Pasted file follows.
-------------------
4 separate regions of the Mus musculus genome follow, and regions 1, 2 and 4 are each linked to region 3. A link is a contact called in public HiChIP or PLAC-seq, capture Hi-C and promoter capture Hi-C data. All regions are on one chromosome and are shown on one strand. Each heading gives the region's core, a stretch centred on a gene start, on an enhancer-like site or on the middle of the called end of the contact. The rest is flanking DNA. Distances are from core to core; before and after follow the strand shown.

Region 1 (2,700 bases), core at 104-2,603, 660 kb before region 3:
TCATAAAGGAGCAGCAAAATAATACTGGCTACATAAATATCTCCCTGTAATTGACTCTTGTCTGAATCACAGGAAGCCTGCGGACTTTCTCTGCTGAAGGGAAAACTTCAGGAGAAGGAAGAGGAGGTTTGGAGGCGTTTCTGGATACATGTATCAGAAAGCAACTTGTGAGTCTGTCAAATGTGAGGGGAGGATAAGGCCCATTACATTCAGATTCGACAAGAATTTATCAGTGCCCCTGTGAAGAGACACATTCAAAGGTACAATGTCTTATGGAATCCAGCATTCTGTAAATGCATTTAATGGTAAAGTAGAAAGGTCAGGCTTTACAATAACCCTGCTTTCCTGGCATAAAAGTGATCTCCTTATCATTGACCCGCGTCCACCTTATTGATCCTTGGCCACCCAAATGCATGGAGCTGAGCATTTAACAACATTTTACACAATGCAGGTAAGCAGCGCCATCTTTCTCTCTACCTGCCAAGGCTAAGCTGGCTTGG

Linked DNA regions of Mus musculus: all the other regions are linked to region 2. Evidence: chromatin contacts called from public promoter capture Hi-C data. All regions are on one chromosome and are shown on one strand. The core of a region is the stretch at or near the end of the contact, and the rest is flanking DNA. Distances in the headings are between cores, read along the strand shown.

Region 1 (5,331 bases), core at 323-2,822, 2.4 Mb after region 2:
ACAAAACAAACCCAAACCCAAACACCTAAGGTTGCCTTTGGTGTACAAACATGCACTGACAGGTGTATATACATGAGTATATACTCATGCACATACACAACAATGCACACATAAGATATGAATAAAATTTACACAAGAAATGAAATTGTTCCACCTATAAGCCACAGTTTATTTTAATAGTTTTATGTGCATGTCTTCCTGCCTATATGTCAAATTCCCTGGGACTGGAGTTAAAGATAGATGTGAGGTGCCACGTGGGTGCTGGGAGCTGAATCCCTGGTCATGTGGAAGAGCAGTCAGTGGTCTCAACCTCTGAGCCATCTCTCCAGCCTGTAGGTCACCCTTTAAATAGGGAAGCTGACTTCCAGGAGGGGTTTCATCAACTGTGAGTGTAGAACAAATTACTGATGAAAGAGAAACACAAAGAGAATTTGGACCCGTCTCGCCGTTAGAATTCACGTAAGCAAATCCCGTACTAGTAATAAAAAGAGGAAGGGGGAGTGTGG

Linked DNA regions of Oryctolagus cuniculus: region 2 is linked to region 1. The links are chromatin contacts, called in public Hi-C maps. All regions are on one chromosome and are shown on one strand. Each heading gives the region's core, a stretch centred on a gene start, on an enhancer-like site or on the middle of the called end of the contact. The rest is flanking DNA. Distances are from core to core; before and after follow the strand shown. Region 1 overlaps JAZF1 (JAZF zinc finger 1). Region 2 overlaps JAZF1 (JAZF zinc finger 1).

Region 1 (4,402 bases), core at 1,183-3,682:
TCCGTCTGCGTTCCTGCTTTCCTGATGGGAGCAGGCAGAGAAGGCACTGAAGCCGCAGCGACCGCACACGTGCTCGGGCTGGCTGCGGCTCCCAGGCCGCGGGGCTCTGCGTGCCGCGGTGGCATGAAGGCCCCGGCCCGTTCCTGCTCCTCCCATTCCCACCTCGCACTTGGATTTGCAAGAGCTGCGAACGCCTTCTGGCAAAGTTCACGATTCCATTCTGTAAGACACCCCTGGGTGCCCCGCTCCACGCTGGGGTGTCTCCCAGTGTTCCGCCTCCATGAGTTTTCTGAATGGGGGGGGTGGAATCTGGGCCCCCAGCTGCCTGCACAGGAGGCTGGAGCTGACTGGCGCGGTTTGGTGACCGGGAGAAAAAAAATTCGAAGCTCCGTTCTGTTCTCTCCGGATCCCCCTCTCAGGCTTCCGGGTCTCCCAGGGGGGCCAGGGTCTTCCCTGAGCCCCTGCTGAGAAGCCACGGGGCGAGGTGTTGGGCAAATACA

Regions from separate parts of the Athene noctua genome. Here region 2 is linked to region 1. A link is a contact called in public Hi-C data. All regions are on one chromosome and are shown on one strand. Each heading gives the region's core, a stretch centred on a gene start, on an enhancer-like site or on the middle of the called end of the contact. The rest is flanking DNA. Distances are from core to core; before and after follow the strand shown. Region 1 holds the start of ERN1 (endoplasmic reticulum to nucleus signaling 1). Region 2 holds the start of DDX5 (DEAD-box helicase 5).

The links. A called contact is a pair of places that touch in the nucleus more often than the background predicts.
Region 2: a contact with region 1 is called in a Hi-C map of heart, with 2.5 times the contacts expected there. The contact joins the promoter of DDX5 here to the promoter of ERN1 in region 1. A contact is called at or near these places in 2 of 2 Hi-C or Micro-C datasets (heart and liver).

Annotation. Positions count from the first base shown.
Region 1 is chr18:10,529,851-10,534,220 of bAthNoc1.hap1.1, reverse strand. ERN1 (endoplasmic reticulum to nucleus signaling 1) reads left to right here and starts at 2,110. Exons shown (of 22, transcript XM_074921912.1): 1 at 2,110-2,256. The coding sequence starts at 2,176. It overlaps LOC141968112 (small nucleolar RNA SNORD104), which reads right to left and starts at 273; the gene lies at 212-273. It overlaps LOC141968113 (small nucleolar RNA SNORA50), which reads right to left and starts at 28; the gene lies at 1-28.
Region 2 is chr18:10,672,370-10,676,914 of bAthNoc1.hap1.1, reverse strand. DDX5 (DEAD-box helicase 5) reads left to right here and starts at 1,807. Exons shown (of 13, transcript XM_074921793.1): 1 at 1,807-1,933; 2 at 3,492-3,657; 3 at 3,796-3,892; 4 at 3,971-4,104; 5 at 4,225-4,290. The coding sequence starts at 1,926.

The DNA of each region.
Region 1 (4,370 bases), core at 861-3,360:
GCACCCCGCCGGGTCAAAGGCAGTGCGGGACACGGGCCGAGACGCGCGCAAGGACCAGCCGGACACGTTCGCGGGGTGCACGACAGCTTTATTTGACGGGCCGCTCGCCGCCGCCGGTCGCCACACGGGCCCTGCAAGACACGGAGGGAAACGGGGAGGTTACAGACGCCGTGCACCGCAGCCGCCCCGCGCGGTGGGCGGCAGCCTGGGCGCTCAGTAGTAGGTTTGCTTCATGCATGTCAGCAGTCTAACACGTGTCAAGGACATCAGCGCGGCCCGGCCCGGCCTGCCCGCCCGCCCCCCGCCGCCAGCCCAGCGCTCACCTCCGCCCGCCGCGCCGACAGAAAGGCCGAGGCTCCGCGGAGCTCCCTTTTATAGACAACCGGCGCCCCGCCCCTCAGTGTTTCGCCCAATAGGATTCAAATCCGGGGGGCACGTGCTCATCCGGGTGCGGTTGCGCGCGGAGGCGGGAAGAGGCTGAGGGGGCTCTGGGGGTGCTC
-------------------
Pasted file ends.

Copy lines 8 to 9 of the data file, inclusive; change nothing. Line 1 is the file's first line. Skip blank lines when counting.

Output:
Region 1 (4,402 bases), core at 1,183-3,682:
TCCGTCTGCGTTCCTGCTTTCCTGATGGGAGCAGGCAGAGAAGGCACTGAAGCCGCAGCGACCGCACACGTGCTCGGGCTGGCTGCGGCTCCCAGGCCGCGGGGCTCTGCGTGCCGCGGTGGCATGAAGGCCCCGGCCCGTTCCTGCTCCTCCCATTCCCACCTCGCACTTGGATTTGCAAGAGCTGCGAACGCCTTCTGGCAAAGTTCACGATTCCATTCTGTAAGACACCCCTGGGTGCCCCGCTCCACGCTGGGGTGTCTCCCAGTGTTCCGCCTCCATGAGTTTTCTGAATGGGGGGGGTGGAATCTGGGCCCCCAGCTGCCTGCACAGGAGGCTGGAGCTGACTGGCGCGGTTTGGTGACCGGGAGAAAAAAAATTCGAAGCTCCGTTCTGTTCTCTCCGGATCCCCCTCTCAGGCTTCCGGGTCTCCCAGGGGGGCCAGGGTCTTCCCTGAGCCCCTGCTGAGAAGCCACGGGGCGAGGTGTTGGGCAAATACA